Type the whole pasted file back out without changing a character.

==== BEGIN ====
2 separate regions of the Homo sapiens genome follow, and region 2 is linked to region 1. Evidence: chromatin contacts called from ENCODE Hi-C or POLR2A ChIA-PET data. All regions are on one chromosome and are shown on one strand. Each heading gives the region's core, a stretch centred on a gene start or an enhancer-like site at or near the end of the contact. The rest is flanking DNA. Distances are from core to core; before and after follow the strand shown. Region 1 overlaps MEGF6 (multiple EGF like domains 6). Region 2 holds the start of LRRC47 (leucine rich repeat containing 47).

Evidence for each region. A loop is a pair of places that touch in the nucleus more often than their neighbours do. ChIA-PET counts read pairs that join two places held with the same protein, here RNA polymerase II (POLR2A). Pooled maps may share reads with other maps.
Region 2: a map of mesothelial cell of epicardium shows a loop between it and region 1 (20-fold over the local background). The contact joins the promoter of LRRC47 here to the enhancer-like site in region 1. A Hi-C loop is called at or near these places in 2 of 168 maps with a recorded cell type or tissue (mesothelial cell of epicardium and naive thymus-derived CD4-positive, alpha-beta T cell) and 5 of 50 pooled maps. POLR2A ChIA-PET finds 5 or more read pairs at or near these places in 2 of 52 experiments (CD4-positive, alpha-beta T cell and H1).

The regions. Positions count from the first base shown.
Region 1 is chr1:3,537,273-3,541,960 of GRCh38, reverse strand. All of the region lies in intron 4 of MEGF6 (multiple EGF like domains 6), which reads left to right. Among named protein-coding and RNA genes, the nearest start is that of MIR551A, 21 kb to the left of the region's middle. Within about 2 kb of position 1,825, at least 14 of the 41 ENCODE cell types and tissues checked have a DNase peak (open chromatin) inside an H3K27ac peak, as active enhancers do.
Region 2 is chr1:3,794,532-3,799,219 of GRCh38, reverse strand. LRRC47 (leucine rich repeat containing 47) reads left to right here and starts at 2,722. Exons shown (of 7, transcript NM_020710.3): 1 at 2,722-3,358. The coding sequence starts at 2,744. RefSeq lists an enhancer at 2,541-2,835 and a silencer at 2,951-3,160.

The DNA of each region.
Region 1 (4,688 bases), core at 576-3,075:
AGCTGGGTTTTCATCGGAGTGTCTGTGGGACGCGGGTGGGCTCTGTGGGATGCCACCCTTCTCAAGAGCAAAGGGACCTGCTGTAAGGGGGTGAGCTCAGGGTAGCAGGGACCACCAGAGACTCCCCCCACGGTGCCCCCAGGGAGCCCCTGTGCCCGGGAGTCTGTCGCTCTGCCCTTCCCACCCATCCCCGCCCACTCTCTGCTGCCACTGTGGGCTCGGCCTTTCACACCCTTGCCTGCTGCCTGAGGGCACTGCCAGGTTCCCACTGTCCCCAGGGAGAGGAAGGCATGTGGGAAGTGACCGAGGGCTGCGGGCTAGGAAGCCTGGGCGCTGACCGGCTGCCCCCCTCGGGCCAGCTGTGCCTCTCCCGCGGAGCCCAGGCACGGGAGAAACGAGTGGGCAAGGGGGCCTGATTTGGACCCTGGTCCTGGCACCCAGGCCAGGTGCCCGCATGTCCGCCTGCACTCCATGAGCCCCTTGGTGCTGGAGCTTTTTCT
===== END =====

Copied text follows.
2 separate regions of the Homo sapiens genome follow, and region 2 is linked to region 1. Evidence: chromatin contacts called from ENCODE Hi-C or POLR2A ChIA-PET data. All regions are on one chromosome and are shown on one strand. Each heading gives the region's core, a stretch centred on a gene start or an enhancer-like site at or near the end of the contact. The rest is flanking DNA. Distances are from core to core; before and after follow the strand shown. Region 1 overlaps MEGF6 (multiple EGF like domains 6). Region 2 holds the start of LRRC47 (leucine rich repeat containing 47).

Evidence for each region. A loop is a pair of places that touch in the nucleus more often than their neighbours do. ChIA-PET counts read pairs that join two places held with the same protein, here RNA polymerase II (POLR2A). Pooled maps may share reads with other maps.
Region 2: a map of mesothelial cell of epicardium shows a loop between it and region 1 (20-fold over the local background). The contact joins the promoter of LRRC47 here to the enhancer-like site in region 1. A Hi-C loop is called at or near these places in 2 of 168 maps with a recorded cell type or tissue (mesothelial cell of epicardium and naive thymus-derived CD4-positive, alpha-beta T cell) and 5 of 50 pooled maps. POLR2A ChIA-PET finds 5 or more read pairs at or near these places in 2 of 52 experiments (CD4-positive, alpha-beta T cell and H1).

The regions. Positions count from the first base shown.
Region 1 is chr1:3,537,273-3,541,960 of GRCh38, reverse strand. All of the region lies in intron 4 of MEGF6 (multiple EGF like domains 6), which reads left to right. Among named protein-coding and RNA genes, the nearest start is that of MIR551A, 21 kb to the left of the region's middle. Within about 2 kb of position 1,825, at least 14 of the 41 ENCODE cell types and tissues checked have a DNase peak (open chromatin) inside an H3K27ac peak, as active enhancers do.
Region 2 is chr1:3,794,532-3,799,219 of GRCh38, reverse strand. LRRC47 (leucine rich repeat containing 47) reads left to right here and starts at 2,722. Exons shown (of 7, transcript NM_020710.3): 1 at 2,722-3,358. The coding sequence starts at 2,744. RefSeq lists an enhancer at 2,541-2,835 and a silencer at 2,951-3,160.

The DNA of each region.
Region 1 (4,688 bases), core at 576-3,075:
AGCTGGGTTTTCATCGGAGTGTCTGTGGGACGCGGGTGGGCTCTGTGGGATGCCACCCTTCTCAAGAGCAAAGGGACCTGCTGTAAGGGGGTGAGCTCAGGGTAGCAGGGACCACCAGAGACTCCCCCCACGGTGCCCCCAGGGAGCCCCTGTGCCCGGGAGTCTGTCGCTCTGCCCTTCCCACCCATCCCCGCCCACTCTCTGCTGCCACTGTGGGCTCGGCCTTTCACACCCTTGCCTGCTGCCTGAGGGCACTGCCAGGTTCCCACTGTCCCCAGGGAGAGGAAGGCATGTGGGAAGTGACCGAGGGCTGCGGGCTAGGAAGCCTGGGCGCTGACCGGCTGCCCCCCTCGGGCCAGCTGTGCCTCTCCCGCGGAGCCCAGGCACGGGAGAAACGAGTGGGCAAGGGGGCCTGATTTGGACCCTGGTCCTGGCACCCAGGCCAGGTGCCCGCATGTCCGCCTGCACTCCATGAGCCCCTTGGTGCTGGAGCTTTTTCT